Currently, over half of the world’s population lives in cities, with this figure expected to rise to 70% by 2050. In order to accommodate these ever-increasing numbers, cities need to adapt, becoming more progressive and sustainable in order to provide residents with a high quality of life. In order to do this, cities all over the world are adopting smart city models, utilizing technology for a much better infrastructure and a much cleaner environment.
Address Specific Problems
When building a smart city, it is always a good idea to take a look at the current problems that need fixing, whether this is traffic congestion, food security, environmental issues or weak transport links. By tackling issues that directly affect the lives of a city’s residents, the technology used will help to improve society in general.
Open data refers to information that is freely available for people to access, use and share at any time, bringing a sense of empowerment to residents. People want to be able to have control over their lives, and open data helps with this, and can be anything from being able to check bus schedules in real time to finding a free parking space during rush hour to monitoring energy supplies.
Food security is a huge concern in regards to the world’s growing population, which is why most smart city models incorporate vertical farming techniques into their designs. From Singapore to New York, cities all over the world are investing in vertical farms, and thanks to technology, the costs of doing so are lower than ever. The software used enables farmers to tend to their crops remotely, whether this is increasing the amounts of water their plants are receiving to adjusting the nutrients in the soil, meaning that several farms can be handled by a single farmer.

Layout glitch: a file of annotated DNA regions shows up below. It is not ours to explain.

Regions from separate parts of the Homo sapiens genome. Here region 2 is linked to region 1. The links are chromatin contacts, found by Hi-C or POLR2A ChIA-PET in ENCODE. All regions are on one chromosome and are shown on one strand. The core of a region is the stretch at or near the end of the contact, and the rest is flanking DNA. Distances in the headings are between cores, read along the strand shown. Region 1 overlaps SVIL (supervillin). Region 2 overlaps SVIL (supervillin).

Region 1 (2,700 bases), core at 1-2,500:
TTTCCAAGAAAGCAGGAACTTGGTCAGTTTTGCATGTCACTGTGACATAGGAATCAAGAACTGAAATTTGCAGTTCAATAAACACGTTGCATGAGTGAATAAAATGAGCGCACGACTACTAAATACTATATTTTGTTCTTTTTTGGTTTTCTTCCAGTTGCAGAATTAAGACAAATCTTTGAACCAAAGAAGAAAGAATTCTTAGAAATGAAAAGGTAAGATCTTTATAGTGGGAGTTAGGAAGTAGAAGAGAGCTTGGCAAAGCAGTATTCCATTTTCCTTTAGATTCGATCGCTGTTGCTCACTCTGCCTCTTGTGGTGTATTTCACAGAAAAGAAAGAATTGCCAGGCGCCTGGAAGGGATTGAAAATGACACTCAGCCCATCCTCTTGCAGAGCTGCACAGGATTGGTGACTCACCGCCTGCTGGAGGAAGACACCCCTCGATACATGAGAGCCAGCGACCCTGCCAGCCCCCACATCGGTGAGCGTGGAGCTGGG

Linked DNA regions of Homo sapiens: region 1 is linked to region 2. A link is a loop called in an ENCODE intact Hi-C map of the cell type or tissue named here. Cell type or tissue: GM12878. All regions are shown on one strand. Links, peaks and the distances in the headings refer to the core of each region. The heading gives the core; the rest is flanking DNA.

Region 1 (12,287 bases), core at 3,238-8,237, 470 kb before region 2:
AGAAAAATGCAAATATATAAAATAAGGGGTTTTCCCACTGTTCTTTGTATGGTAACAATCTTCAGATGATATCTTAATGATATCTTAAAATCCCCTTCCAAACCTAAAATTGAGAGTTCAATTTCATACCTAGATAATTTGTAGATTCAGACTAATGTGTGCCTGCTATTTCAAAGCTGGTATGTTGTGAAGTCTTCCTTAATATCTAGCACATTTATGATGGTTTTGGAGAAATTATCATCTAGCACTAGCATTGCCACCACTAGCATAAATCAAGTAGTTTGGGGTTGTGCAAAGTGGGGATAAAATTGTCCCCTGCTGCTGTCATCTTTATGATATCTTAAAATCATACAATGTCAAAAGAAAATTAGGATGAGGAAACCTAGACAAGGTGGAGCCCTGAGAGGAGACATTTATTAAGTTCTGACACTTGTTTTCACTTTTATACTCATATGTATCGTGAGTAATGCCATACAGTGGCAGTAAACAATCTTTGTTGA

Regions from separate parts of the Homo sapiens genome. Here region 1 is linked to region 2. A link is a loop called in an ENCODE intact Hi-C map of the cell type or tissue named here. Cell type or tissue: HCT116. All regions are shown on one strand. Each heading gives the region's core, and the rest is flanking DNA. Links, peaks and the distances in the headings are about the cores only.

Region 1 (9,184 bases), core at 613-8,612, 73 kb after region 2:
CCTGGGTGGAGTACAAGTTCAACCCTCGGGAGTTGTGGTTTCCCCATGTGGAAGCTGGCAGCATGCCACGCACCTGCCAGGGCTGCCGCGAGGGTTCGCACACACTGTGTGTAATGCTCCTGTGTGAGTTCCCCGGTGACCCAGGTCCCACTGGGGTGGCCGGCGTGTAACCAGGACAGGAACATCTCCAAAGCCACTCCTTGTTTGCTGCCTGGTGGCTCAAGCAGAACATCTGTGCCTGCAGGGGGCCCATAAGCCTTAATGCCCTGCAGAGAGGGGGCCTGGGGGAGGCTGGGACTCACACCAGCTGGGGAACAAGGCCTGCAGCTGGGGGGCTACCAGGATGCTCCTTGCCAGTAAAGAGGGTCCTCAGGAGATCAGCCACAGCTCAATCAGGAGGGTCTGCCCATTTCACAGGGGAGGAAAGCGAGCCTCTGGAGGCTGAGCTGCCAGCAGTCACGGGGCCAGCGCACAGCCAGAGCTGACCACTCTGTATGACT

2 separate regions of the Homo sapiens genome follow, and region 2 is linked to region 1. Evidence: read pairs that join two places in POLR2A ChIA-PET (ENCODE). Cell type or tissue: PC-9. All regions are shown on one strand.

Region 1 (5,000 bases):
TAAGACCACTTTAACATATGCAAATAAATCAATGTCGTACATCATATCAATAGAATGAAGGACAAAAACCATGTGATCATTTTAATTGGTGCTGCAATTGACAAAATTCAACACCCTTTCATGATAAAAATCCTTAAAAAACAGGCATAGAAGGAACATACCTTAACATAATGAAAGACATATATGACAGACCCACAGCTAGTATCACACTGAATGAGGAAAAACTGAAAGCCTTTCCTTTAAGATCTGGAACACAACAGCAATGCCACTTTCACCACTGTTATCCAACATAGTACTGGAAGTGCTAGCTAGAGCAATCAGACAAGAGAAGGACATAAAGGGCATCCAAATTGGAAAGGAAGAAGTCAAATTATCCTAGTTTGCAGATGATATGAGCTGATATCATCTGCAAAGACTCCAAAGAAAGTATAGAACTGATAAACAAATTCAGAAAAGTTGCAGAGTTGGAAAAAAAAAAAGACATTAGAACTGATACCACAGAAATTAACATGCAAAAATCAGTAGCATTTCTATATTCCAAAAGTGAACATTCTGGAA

Sustainable features incorporated within new architecture designs have now become the norm, but smart cities are ones that take this even further, developing eco-buildings that do not leave a mark on the environment. The Bullitt Center in Seattle is considered to be the greenest building in the world, and, with its composting toilets, rainwater harvesting, and other sustainable features, uses zero energy and water while putting out absolutely no waste. Other fantastic examples of eco-buildings include the Highland Street townhouses in Boston, that have ultra-thick walls designed to maximize sunlight in order to reduce energy consumption during the city’s cold winters, and the Shanghai Tower in China, which features wind turbines on the roof, smart controls and transparent “skins” that allow natural light to enter.
There is no ignoring the increasing pressure that cities all over the world are facing when it comes to their growing populations, which is why the need for smart cities is more important now than it ever has been. Fortunately, smart solutions are being utilized more and more, from the larger urban sprawls to the smaller, more isolated, cities, and the world is finally beginning to realize the importance of working with, rather than against, nature and the environment.